Their studies, published in the April 15th issue of Genes & Development, provide a new direction for efforts to understand how the loss of FMRP function leads to the complex behavioral and cognitive defects characteristic of Fragile X syndrome.
While the importance of identifying a function for FMRP has been clear for some time, what this function actually is has continued to evade researchers. FMRP is a protein characterized by the presence of three RNA binding domains: two tandem KH-type RNA binding domains and an RGG box. Scientists have focused on the identification of FMRP RNA ligands in an effort to understand FMRP function. This effort is particularly meaningful since FMRP is believed to regulate mRNA translation in the brain, and identifying the mRNA targets of this regulation would be a huge step in understanding how loss of this protein results in the varied and complex phenotypes of Fragile X syndrome.
In most Fragile X patients, loss of FMRP is due to silencing of FMR1 resulting from the unusual amplification of a CGG repeat (over 200 copies in affected patients versus less than 60 copies in unaffected individuals) that leads to hypermethylation of FMR1 and shut down of transcription of the gene. However, Fragile X patients expressing mutations or deletions within the FMR1 gene have also been described, including a severely affected patient harboring a missense mutation that resulted in a one amino acid change, isoleucine at position 304 for asparagine, in one of the KH domains of FMRP, KH2.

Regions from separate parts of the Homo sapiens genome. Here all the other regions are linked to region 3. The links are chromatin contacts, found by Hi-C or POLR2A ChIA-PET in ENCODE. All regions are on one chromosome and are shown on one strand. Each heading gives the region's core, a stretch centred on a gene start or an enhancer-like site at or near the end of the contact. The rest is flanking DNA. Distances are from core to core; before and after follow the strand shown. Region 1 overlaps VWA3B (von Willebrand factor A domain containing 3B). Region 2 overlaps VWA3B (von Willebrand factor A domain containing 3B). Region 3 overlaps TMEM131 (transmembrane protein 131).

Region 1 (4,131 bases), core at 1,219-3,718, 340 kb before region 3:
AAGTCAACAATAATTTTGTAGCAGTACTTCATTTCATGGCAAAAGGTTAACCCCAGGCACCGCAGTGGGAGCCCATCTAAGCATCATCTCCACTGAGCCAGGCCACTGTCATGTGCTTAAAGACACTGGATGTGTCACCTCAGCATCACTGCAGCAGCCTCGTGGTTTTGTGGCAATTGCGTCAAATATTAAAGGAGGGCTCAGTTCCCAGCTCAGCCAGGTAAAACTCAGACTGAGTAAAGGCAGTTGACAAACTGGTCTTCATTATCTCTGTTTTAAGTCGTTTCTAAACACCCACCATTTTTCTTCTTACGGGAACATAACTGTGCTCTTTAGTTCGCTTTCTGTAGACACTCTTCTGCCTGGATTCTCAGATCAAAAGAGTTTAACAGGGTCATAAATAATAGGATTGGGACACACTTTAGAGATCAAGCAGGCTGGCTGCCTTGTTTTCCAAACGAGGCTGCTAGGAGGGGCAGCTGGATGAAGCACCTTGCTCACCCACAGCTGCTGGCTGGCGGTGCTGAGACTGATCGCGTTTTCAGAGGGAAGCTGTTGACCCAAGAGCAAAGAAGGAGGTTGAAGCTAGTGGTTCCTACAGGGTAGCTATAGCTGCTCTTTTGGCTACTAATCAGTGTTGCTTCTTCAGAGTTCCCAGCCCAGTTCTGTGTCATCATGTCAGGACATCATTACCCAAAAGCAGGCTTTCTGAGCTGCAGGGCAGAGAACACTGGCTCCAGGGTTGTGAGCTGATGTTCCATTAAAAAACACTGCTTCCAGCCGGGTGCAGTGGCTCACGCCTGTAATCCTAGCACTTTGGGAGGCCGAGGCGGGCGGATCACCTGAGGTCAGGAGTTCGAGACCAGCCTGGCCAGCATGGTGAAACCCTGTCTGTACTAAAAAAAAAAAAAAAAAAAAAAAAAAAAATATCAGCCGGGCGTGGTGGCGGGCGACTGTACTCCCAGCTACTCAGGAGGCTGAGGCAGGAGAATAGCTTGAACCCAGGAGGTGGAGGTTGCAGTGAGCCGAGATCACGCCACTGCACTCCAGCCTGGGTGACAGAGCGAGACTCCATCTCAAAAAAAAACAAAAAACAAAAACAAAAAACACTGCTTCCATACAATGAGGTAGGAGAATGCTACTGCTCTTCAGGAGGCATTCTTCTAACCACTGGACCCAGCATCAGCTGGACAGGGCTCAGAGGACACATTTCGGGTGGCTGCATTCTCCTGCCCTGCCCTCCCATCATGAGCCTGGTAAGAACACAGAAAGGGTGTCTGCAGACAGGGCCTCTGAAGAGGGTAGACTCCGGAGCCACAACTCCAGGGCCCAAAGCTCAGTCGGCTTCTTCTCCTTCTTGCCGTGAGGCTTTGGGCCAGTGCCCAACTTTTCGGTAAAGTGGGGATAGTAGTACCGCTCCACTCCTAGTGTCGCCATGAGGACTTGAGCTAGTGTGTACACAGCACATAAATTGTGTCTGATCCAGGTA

Dr. Darnell and colleagues focused on understanding how this specific mutation leads to loss of FMRP function. They first screened an RNA library to identify what RNA motif is recognized by the KH2 domain. They found that the KH2 domain of FMRP recognizes a loop-loop pseudoknot, or "kissing complex" structure in the RNA, and that this recognition is abrogated by the isoleucine to asparagine mutation. Notably, they show that the association of FMRP with the translation machinery (in brain polyribosomes) can be competed out with kissing complex RNA, an important finding since previous biochemical studies have reported altered polyribosome distribution of mRNAs in Fragile X patients.
These findings will redirect the search for the RNA targets of FMRP whose misregulation is responsible for the disease, to those containing kissing complex motifs.
Though much remains to be understood in the biology leading to Fragile X syndrome and the function of FMRP, Dr. Darnell is confident that "these findings may provide a crucial link between the association of FMRP in brain polyribosomes, its proposed role in regulation mRNA translation, and neurologic dysfunction in the Fragile X syndrome".